Thursday, July 22, 1999 Published at 12:55 GMT 13:55 UK
Paedophiles 'move abroad' due to UK crackdown
UK legislation has tightened against child abusers
British paedophiles are looking further afield to target their victims as opportunities shrink in the UK, say charities.
According to The Guardian, child abusers have been infiltrating aid agencies working in developing countries.
UK agencies say recent attempts to tighten up legislation regarding child abuse in the UK as well as growing awareness of the problem mean paedophiles are having to exploit the remaining loopholes open to them.
They say the problem in developing countries is often down to the scale of other problems they are facing, lack of awareness about how paedophiles operate and even a refusal to admit abuse exists.
According to research, child sex abusers work hard to establish themselves as trusted individuals with children, often spending months creating opportunities to offend.
They often select vulnerable children who appeared to lack self-confidence - precisely the kind of children which charities often deal with.
In the past, UK charities have had problems checking up on potential staff as they have not had access to the same level of checks as statutory organisations.
They have had to rely on references and police checks, which have only been required since 1992.
However, Dr Michelle Elliott of Kidscape says thorough checks can be "very time-consuming" and may involve relying on tip-offs.
The Home Office says this will change when the Criminal Records Bureau comes in in the next two years or so.
It will establish a one-stop shop where, for a small fee, children's agencies can go to check police records as well as Department of Health and Department for Education and Employment records.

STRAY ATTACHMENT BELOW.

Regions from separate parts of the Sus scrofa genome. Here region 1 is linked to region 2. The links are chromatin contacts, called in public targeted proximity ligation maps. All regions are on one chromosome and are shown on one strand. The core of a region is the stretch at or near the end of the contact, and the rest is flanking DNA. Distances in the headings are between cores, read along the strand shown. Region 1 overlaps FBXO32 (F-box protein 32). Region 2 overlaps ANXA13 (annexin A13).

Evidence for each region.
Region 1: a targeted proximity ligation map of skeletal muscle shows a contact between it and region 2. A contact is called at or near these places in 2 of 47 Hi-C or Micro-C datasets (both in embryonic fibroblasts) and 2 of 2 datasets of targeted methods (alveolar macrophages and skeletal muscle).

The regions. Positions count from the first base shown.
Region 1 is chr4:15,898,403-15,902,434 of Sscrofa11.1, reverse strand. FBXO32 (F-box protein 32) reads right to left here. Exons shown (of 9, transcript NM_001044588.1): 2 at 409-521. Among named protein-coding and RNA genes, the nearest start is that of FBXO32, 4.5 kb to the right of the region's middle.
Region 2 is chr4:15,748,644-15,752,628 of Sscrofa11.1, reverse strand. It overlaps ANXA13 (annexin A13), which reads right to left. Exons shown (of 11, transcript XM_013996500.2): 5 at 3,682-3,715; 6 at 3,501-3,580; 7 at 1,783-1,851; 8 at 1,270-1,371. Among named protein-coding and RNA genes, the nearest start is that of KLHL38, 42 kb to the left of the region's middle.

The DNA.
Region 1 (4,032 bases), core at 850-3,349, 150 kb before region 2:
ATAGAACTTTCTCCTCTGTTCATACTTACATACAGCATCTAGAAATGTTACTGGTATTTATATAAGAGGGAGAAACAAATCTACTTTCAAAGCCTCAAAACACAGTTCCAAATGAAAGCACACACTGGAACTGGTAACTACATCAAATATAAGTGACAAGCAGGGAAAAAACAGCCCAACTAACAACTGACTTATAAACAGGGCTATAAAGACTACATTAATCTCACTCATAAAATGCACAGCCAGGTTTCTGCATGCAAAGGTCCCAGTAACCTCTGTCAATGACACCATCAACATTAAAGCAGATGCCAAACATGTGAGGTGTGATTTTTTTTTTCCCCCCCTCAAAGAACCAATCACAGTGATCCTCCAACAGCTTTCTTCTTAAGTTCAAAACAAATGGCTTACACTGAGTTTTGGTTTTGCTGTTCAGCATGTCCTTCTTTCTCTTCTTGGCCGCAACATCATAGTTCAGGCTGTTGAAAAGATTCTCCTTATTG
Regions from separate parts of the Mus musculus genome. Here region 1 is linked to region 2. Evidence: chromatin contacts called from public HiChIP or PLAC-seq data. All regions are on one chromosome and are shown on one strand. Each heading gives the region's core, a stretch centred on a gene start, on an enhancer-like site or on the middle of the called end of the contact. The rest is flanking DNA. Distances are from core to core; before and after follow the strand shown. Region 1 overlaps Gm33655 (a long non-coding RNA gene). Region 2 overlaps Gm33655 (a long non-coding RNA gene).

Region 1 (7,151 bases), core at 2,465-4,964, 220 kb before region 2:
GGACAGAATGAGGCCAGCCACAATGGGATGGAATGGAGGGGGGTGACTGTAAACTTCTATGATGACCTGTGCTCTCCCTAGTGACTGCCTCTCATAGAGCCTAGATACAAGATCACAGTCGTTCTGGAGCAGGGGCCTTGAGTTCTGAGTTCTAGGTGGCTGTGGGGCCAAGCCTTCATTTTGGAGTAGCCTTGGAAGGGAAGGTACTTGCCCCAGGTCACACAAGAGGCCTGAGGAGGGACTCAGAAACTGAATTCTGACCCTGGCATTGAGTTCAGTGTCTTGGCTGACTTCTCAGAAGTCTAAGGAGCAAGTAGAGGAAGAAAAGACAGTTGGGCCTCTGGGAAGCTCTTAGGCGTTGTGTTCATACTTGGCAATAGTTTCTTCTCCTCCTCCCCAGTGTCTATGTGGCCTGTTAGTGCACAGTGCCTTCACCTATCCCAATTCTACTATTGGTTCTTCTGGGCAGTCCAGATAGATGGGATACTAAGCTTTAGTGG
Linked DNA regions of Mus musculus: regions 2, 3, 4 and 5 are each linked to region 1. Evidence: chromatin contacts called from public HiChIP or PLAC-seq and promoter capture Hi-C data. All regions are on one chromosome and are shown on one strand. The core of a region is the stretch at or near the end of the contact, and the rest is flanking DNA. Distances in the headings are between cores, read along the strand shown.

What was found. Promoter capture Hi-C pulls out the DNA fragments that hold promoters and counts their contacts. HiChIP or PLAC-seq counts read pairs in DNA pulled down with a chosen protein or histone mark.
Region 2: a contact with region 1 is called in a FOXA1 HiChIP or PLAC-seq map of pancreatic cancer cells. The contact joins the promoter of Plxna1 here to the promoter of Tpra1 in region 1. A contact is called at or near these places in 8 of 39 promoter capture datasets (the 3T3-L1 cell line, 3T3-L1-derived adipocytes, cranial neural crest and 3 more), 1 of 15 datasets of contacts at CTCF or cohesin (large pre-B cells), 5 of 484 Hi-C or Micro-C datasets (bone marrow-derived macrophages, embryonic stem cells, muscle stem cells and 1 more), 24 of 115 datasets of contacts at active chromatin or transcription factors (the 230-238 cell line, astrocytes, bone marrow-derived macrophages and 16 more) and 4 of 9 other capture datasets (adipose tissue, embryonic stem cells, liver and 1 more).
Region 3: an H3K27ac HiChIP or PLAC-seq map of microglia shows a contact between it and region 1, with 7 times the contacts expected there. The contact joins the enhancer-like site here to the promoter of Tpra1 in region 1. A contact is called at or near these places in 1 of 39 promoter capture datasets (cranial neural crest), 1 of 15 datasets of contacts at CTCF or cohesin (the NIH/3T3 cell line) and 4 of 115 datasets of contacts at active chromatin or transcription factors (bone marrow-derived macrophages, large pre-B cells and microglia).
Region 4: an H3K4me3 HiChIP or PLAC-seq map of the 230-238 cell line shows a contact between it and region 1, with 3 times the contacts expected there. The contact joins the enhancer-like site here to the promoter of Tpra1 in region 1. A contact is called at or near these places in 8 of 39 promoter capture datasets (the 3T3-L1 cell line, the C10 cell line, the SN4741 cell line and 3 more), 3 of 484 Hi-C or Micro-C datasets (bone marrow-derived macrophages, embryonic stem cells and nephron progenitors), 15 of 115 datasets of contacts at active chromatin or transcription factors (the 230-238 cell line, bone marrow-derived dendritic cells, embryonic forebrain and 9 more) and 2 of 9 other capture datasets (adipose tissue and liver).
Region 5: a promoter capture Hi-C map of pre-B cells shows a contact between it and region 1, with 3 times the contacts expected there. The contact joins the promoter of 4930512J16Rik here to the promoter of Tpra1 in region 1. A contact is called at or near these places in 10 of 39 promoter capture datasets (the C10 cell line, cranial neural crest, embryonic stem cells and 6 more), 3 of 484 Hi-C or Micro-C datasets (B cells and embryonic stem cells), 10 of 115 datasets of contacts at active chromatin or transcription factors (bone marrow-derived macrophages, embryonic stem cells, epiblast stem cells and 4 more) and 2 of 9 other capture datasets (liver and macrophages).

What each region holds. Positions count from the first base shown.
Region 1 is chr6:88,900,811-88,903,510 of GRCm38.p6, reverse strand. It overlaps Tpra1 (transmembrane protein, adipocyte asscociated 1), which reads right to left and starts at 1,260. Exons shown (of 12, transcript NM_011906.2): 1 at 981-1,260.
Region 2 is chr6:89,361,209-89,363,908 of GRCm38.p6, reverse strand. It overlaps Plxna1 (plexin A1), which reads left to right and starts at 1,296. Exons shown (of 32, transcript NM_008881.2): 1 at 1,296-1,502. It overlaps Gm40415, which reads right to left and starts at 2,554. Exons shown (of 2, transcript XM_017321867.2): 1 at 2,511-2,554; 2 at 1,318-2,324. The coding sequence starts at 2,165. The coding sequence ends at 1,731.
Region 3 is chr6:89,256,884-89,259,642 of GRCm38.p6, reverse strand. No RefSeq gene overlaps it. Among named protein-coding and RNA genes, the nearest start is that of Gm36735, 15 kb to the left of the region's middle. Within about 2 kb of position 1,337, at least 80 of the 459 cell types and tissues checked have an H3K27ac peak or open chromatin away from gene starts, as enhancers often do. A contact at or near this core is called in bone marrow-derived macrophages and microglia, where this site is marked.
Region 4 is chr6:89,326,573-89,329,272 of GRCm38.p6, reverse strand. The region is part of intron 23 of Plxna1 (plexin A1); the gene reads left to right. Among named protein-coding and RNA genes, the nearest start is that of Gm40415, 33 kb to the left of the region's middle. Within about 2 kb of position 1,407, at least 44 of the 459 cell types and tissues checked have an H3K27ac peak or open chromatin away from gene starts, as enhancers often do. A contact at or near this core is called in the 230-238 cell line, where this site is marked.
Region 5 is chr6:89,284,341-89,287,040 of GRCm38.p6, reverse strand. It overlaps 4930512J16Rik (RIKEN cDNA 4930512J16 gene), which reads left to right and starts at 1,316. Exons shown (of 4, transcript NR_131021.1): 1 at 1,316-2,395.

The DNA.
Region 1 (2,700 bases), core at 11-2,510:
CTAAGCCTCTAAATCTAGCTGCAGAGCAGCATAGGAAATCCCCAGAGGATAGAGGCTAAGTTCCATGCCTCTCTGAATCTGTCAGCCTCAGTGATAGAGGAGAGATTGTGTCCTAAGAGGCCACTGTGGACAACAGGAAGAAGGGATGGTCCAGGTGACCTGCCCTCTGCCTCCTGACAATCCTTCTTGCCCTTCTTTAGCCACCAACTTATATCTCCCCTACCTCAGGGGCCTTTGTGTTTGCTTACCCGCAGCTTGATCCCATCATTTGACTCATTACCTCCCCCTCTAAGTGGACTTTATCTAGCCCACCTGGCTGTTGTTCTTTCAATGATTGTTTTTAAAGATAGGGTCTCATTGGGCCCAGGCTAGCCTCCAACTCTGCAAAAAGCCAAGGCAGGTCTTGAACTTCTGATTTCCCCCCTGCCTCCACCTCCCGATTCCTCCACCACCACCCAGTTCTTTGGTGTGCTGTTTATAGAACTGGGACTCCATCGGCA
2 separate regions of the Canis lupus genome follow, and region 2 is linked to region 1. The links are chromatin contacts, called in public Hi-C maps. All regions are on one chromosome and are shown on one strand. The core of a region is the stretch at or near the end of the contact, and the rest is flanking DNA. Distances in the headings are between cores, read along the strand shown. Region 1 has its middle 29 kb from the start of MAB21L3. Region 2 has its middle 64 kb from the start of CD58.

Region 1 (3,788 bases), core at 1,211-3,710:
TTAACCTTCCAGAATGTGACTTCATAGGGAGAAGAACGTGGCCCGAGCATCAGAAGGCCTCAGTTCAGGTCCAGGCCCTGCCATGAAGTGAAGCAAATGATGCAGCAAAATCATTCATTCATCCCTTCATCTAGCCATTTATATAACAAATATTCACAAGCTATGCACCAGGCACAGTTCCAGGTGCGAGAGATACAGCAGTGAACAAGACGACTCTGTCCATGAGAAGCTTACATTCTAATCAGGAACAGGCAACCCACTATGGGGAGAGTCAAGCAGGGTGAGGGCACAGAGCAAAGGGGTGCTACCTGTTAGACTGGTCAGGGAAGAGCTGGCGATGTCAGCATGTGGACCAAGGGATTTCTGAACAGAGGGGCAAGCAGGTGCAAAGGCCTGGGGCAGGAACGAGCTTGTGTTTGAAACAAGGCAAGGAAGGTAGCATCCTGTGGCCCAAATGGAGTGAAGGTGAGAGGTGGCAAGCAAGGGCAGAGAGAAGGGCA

These include information about staff who have been suspended, cautioned or sacked because of concerns about abuse.
Children's agencies say hardened paedophiles tend to move jobs as soon as suspicion is cast on them, so avoiding being sacked.
This makes it easier for them to move to another area, perhaps change their name and find employment with children again.
It could also be shared with international bodies.
Other legislation, such as the 1997 Sex Offenders Act, make it easier for agencies to keep track of child abusers.
This allows for people accused of sex crimes overseas to be prosecuted in the UK.
International agencies, however, often work with local staff in countries which may not have a checking system.
However, Paul Nolan, child protection development manager at Save the Children Fund (SCF), said: "Although checks are important, they can encourage complacency.
"Very few offences are come to light and fewer are prosecuted.
"What is important is developing a culture where staff are aware of child abuse, how to prevent it happening and how to report it."
As part of its commitment to children's rights, SCF is working with governments abroad to raise awareness about abuse and how to prevent it.
But some countries prefer to sweep the issue under the carpet.
The National Society for the Prevention of Cruelty against Children (NSPCC) says, despite improved awareness about child abuse in the UK, there is no room for complacency.
It wants to see independent visitors become a legal requirement for children's homes, boarding schools and other residential settings.
It believes this is crucial to ensure abuse is reported and acted on. The spokeswoman said children may not trust social services officials who may be seen as being too close to abusive staff.
The NSPCC also wants to see more awareness among parents and children about paedophiles so they can spot the signs before abuse occurs.
"They are not nasty old men who pounce on children. They tend to be very good at playing the system and come across as so credible and child-friendly," said the spokeswoman.
Kidscape, Childline and the Lucy Faithful Foundation recently brought out a leaflet which aimed at educating the public about abusers.